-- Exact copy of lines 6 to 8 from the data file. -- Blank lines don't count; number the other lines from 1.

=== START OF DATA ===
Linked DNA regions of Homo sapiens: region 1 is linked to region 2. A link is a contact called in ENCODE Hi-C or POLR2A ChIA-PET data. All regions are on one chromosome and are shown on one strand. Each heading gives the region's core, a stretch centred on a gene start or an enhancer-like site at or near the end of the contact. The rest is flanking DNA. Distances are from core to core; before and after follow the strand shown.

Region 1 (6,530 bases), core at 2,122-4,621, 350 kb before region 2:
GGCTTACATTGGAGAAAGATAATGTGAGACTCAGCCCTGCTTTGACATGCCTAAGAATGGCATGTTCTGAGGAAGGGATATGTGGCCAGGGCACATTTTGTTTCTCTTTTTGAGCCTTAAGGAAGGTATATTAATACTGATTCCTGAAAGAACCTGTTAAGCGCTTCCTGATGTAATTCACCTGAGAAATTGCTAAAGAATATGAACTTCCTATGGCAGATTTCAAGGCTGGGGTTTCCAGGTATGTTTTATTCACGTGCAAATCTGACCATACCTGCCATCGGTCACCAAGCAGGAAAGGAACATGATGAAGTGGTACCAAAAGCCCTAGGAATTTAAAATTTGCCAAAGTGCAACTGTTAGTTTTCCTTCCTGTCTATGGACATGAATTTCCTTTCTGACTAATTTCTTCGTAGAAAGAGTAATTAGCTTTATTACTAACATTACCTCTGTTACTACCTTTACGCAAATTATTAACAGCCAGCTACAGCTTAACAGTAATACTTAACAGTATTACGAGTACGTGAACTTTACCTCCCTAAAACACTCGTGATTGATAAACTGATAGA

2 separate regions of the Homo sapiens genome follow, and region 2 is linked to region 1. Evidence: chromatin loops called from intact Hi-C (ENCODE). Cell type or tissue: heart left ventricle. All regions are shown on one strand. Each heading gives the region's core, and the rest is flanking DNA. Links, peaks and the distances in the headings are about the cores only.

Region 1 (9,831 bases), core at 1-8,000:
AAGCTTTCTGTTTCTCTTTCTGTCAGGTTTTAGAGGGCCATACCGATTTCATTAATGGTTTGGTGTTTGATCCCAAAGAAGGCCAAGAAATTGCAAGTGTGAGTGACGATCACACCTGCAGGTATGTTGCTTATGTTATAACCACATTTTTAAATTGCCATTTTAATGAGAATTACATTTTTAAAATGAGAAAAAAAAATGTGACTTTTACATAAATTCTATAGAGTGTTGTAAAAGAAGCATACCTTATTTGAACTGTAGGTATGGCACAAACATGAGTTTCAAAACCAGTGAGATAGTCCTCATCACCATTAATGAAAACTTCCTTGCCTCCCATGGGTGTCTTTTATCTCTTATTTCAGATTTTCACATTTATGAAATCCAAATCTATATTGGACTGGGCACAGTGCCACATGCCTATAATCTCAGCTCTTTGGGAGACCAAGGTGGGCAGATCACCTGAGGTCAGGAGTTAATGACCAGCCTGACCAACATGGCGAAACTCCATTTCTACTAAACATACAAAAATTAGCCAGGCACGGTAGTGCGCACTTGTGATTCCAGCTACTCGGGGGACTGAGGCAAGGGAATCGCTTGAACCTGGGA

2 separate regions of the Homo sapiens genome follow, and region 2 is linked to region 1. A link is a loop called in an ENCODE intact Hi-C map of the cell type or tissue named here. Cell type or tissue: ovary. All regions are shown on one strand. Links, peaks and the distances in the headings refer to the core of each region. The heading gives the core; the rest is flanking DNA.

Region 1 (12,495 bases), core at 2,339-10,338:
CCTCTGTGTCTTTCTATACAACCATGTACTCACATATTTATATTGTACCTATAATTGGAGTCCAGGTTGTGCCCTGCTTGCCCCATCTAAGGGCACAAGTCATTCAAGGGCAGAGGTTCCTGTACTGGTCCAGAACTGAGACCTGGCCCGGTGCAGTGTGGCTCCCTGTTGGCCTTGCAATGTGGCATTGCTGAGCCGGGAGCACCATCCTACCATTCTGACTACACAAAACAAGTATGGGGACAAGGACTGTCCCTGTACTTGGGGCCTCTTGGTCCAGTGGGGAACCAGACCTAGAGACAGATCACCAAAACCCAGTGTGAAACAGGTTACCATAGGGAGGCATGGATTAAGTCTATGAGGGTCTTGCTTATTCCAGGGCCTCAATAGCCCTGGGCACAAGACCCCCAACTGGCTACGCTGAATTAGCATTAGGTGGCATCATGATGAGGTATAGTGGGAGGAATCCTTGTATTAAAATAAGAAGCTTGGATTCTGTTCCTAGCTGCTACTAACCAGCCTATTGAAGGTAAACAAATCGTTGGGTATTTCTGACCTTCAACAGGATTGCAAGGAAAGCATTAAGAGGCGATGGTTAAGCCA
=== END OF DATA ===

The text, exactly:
AAGCTTTCTGTTTCTCTTTCTGTCAGGTTTTAGAGGGCCATACCGATTTCATTAATGGTTTGGTGTTTGATCCCAAAGAAGGCCAAGAAATTGCAAGTGTGAGTGACGATCACACCTGCAGGTATGTTGCTTATGTTATAACCACATTTTTAAATTGCCATTTTAATGAGAATTACATTTTTAAAATGAGAAAAAAAAATGTGACTTTTACATAAATTCTATAGAGTGTTGTAAAAGAAGCATACCTTATTTGAACTGTAGGTATGGCACAAACATGAGTTTCAAAACCAGTGAGATAGTCCTCATCACCATTAATGAAAACTTCCTTGCCTCCCATGGGTGTCTTTTATCTCTTATTTCAGATTTTCACATTTATGAAATCCAAATCTATATTGGACTGGGCACAGTGCCACATGCCTATAATCTCAGCTCTTTGGGAGACCAAGGTGGGCAGATCACCTGAGGTCAGGAGTTAATGACCAGCCTGACCAACATGGCGAAACTCCATTTCTACTAAACATACAAAAATTAGCCAGGCACGGTAGTGCGCACTTGTGATTCCAGCTACTCGGGGGACTGAGGCAAGGGAATCGCTTGAACCTGGGA

2 separate regions of the Homo sapiens genome follow, and region 2 is linked to region 1. A link is a loop called in an ENCODE intact Hi-C map of the cell type or tissue named here. Cell type or tissue: ovary. All regions are shown on one strand. Links, peaks and the distances in the headings refer to the core of each region. The heading gives the core; the rest is flanking DNA.

Region 1 (12,495 bases), core at 2,339-10,338: